two people putting graphs and charts on a desktop computer

We live in a nuanced world that we can uncover with testing and insights with every step or keystroke. However, we rarely use those tools to their fullest potential. Brands are continually becoming more comfortable with A/B testing to drive future strategy and optimization efforts. Testing is perhaps the most important component of a strong personalization practice. The more information generated, the more opportunity there is to align more closely and resonate with an audience. But what if we could test and optimize in real time? Personalization is not only for recommendations, conversions and products, but it also allows brands to test templates for engagement. AI learning in the moment allows brands to be nimble and favor the winning solution immediately and automatically. For the customer, it positively affects their experiences by giving them the information and products they are specifically looking for in a way that mimics more closely the blended discovery one has in a real-life experience such as walking into a store for one thing and coming across another. And for the brand? The result is an immediate shift toward a more engaging module that encourages audience interaction and ultimately, additional sell and conversion.


people riding an arrow as if it were a vehicle

Personalization in marketing is important because it ultimately affects the bottom line. It’s about conversions and making those conversions as easy as possible for the customer by showing them something they are actually interested in.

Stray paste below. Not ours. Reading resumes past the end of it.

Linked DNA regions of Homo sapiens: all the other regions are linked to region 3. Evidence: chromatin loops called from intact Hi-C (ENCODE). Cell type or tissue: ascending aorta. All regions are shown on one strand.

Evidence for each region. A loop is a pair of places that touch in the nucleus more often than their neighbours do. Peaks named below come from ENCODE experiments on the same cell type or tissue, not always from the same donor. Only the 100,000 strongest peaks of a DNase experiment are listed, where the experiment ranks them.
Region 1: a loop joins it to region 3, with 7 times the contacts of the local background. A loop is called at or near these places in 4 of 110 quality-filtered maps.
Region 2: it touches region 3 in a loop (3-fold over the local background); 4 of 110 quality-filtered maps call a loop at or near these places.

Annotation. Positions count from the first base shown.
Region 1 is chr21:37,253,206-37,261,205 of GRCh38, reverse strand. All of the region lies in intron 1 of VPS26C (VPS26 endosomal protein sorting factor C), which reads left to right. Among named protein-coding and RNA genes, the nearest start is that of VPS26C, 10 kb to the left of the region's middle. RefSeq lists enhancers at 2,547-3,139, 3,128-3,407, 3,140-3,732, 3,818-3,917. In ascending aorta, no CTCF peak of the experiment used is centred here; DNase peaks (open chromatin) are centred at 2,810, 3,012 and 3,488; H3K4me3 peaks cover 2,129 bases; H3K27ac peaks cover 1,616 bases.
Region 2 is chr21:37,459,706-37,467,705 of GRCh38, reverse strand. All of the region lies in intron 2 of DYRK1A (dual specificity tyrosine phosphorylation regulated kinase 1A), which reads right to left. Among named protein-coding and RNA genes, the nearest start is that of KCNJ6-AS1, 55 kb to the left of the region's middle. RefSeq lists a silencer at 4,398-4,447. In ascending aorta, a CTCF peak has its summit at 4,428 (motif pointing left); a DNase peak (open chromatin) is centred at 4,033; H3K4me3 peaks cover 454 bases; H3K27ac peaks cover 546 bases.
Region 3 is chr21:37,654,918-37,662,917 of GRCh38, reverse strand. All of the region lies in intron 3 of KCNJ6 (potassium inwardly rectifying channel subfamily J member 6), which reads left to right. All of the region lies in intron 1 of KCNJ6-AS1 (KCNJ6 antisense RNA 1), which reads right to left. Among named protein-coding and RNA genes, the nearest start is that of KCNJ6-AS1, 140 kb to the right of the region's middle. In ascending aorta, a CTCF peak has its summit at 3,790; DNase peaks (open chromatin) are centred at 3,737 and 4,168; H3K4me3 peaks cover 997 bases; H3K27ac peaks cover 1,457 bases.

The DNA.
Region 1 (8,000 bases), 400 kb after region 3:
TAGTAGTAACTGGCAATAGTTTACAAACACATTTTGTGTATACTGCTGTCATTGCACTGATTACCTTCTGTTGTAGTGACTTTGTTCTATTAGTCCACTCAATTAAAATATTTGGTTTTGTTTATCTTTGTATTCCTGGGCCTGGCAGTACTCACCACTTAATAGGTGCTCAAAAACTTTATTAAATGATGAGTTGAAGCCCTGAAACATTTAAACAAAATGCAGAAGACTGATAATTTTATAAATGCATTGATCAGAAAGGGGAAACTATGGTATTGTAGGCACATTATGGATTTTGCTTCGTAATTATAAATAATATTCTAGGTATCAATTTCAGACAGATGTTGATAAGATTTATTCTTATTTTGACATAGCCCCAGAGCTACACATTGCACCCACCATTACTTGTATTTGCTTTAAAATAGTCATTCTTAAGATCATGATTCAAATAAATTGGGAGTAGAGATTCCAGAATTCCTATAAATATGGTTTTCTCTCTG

With data, brands have the ability to identify user affinity and more effectively predict recommendations and other functionality. Affinity can be vast and specific. It is also not limited to company websites. Brands should use it to close the loop with campaigns on alternative platforms like Facebook and Google with lookalike audiences and circle the experience for those groups back online. That’s especially helpful since affinity-based models work very well when brands don’t have a lot of information about the specific user, and personalization AI can determine affinity in only a few clicks through an experience.

When you have no data about the user at all—use what you do have. For example, outdoor gear company Fjallraven uses data about the weather. The brand created multiple MP4 banners for every type of weather situation and showed appropriate ones to customers in real time. If it was raining in their location, they saw rain jackets and waterproof gear first. Snowing? Winter parkas.

Overcoming these challenges to create a more personalized online product will be necessary for brands that want a stake in the future.

The ideal trifecta for conversion is a simple one: personalized strategy, the right products and testing. With personalization technology, this trifecta becomes much easier to achieve. With the amount of data available, users have already begun to expect a personalized experience. Why make them wait?